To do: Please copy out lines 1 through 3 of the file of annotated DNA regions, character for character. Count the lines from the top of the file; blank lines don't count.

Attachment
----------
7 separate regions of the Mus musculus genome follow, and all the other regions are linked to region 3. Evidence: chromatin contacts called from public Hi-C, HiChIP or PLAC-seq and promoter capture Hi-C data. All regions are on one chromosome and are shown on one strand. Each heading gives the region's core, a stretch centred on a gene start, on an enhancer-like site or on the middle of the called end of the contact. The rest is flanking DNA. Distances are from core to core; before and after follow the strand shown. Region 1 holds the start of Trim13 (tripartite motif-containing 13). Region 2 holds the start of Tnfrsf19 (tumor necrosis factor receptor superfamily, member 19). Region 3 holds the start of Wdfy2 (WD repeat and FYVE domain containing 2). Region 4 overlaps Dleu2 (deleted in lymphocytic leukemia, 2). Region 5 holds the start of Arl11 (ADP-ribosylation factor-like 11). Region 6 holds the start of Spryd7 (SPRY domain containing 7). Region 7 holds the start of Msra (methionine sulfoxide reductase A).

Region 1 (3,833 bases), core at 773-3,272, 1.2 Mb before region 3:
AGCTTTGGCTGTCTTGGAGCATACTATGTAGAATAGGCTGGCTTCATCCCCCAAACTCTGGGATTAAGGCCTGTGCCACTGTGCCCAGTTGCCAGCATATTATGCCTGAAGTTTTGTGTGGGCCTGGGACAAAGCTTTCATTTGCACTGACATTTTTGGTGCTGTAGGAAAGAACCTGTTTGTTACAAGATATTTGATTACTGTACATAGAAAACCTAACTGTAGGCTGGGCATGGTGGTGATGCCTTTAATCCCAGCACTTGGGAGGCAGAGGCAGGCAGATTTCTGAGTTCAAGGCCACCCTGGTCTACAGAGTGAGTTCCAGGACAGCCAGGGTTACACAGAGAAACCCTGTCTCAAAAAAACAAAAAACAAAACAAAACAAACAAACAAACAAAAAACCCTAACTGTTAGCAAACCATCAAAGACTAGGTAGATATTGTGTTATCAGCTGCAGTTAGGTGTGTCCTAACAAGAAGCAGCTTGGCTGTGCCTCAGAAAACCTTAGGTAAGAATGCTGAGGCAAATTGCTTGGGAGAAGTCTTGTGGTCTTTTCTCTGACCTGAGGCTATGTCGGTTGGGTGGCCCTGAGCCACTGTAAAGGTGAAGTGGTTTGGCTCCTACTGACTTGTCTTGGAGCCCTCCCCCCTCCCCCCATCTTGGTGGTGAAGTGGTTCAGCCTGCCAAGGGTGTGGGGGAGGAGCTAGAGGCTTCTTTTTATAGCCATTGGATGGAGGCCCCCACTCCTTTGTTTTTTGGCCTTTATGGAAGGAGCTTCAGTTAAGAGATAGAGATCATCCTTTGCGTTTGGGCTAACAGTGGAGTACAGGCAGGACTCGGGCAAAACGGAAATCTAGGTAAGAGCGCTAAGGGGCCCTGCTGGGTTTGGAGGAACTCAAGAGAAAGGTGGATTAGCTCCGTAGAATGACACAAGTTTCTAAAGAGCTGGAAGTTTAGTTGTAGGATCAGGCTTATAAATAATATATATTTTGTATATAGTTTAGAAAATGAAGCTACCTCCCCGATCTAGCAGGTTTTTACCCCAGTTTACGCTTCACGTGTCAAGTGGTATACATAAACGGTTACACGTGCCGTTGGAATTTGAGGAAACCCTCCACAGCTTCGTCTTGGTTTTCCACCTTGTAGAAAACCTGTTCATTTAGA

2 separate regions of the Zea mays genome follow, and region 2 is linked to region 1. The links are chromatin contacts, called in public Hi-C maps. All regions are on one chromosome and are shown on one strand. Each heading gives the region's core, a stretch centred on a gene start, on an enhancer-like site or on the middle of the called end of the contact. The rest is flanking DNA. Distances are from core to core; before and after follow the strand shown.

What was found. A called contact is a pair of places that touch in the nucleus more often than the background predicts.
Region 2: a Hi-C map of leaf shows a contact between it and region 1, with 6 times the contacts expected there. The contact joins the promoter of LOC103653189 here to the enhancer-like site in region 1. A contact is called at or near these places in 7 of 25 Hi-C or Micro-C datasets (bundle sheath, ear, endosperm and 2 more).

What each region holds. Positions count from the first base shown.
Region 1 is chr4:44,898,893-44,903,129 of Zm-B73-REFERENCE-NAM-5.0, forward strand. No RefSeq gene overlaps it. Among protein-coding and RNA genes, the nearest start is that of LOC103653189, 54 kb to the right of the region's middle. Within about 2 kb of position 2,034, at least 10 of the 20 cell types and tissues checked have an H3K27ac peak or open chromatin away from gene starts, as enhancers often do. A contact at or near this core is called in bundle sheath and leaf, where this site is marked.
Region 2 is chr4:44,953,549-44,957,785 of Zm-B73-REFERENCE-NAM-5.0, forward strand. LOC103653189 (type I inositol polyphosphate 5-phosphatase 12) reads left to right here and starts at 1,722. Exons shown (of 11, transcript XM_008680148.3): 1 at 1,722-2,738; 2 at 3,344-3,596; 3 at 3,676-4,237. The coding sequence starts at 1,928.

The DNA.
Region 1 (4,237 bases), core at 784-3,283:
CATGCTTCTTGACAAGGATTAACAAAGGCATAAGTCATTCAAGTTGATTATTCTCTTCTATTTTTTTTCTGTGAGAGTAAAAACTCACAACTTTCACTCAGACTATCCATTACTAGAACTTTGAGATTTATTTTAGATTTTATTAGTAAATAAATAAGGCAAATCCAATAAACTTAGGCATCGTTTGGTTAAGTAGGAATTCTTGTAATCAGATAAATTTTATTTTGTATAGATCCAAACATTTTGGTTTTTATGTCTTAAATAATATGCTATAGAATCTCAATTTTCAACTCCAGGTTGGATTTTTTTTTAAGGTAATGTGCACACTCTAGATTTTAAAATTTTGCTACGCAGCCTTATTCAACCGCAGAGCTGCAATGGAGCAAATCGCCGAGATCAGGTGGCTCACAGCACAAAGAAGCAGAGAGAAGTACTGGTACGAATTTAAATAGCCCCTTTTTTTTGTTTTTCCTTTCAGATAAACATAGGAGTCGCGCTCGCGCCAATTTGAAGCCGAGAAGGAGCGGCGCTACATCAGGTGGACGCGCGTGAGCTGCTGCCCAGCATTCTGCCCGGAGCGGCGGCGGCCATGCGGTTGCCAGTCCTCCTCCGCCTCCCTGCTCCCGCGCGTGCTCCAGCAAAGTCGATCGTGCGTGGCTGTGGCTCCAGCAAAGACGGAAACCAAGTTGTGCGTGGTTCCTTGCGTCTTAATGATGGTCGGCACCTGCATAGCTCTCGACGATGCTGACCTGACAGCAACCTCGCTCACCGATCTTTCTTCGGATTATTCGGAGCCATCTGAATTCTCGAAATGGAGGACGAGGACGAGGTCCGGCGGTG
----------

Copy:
7 separate regions of the Mus musculus genome follow, and all the other regions are linked to region 3. Evidence: chromatin contacts called from public Hi-C, HiChIP or PLAC-seq and promoter capture Hi-C data. All regions are on one chromosome and are shown on one strand. Each heading gives the region's core, a stretch centred on a gene start, on an enhancer-like site or on the middle of the called end of the contact. The rest is flanking DNA. Distances are from core to core; before and after follow the strand shown. Region 1 holds the start of Trim13 (tripartite motif-containing 13). Region 2 holds the start of Tnfrsf19 (tumor necrosis factor receptor superfamily, member 19). Region 3 holds the start of Wdfy2 (WD repeat and FYVE domain containing 2). Region 4 overlaps Dleu2 (deleted in lymphocytic leukemia, 2). Region 5 holds the start of Arl11 (ADP-ribosylation factor-like 11). Region 6 holds the start of Spryd7 (SPRY domain containing 7). Region 7 holds the start of Msra (methionine sulfoxide reductase A).

Region 1 (3,833 bases), core at 773-3,272, 1.2 Mb before region 3:
AGCTTTGGCTGTCTTGGAGCATACTATGTAGAATAGGCTGGCTTCATCCCCCAAACTCTGGGATTAAGGCCTGTGCCACTGTGCCCAGTTGCCAGCATATTATGCCTGAAGTTTTGTGTGGGCCTGGGACAAAGCTTTCATTTGCACTGACATTTTTGGTGCTGTAGGAAAGAACCTGTTTGTTACAAGATATTTGATTACTGTACATAGAAAACCTAACTGTAGGCTGGGCATGGTGGTGATGCCTTTAATCCCAGCACTTGGGAGGCAGAGGCAGGCAGATTTCTGAGTTCAAGGCCACCCTGGTCTACAGAGTGAGTTCCAGGACAGCCAGGGTTACACAGAGAAACCCTGTCTCAAAAAAACAAAAAACAAAACAAAACAAACAAACAAACAAAAAACCCTAACTGTTAGCAAACCATCAAAGACTAGGTAGATATTGTGTTATCAGCTGCAGTTAGGTGTGTCCTAACAAGAAGCAGCTTGGCTGTGCCTCAGAAAACCTTAGGTAAGAATGCTGAGGCAAATTGCTTGGGAGAAGTCTTGTGGTCTTTTCTCTGACCTGAGGCTATGTCGGTTGGGTGGCCCTGAGCCACTGTAAAGGTGAAGTGGTTTGGCTCCTACTGACTTGTCTTGGAGCCCTCCCCCCTCCCCCCATCTTGGTGGTGAAGTGGTTCAGCCTGCCAAGGGTGTGGGGGAGGAGCTAGAGGCTTCTTTTTATAGCCATTGGATGGAGGCCCCCACTCCTTTGTTTTTTGGCCTTTATGGAAGGAGCTTCAGTTAAGAGATAGAGATCATCCTTTGCGTTTGGGCTAACAGTGGAGTACAGGCAGGACTCGGGCAAAACGGAAATCTAGGTAAGAGCGCTAAGGGGCCCTGCTGGGTTTGGAGGAACTCAAGAGAAAGGTGGATTAGCTCCGTAGAATGACACAAGTTTCTAAAGAGCTGGAAGTTTAGTTGTAGGATCAGGCTTATAAATAATATATATTTTGTATATAGTTTAGAAAATGAAGCTACCTCCCCGATCTAGCAGGTTTTTACCCCAGTTTACGCTTCACGTGTCAAGTGGTATACATAAACGGTTACACGTGCCGTTGGAATTTGAGGAAACCCTCCACAGCTTCGTCTTGGTTTTCCACCTTGTAGAAAACCTGTTCATTTAGA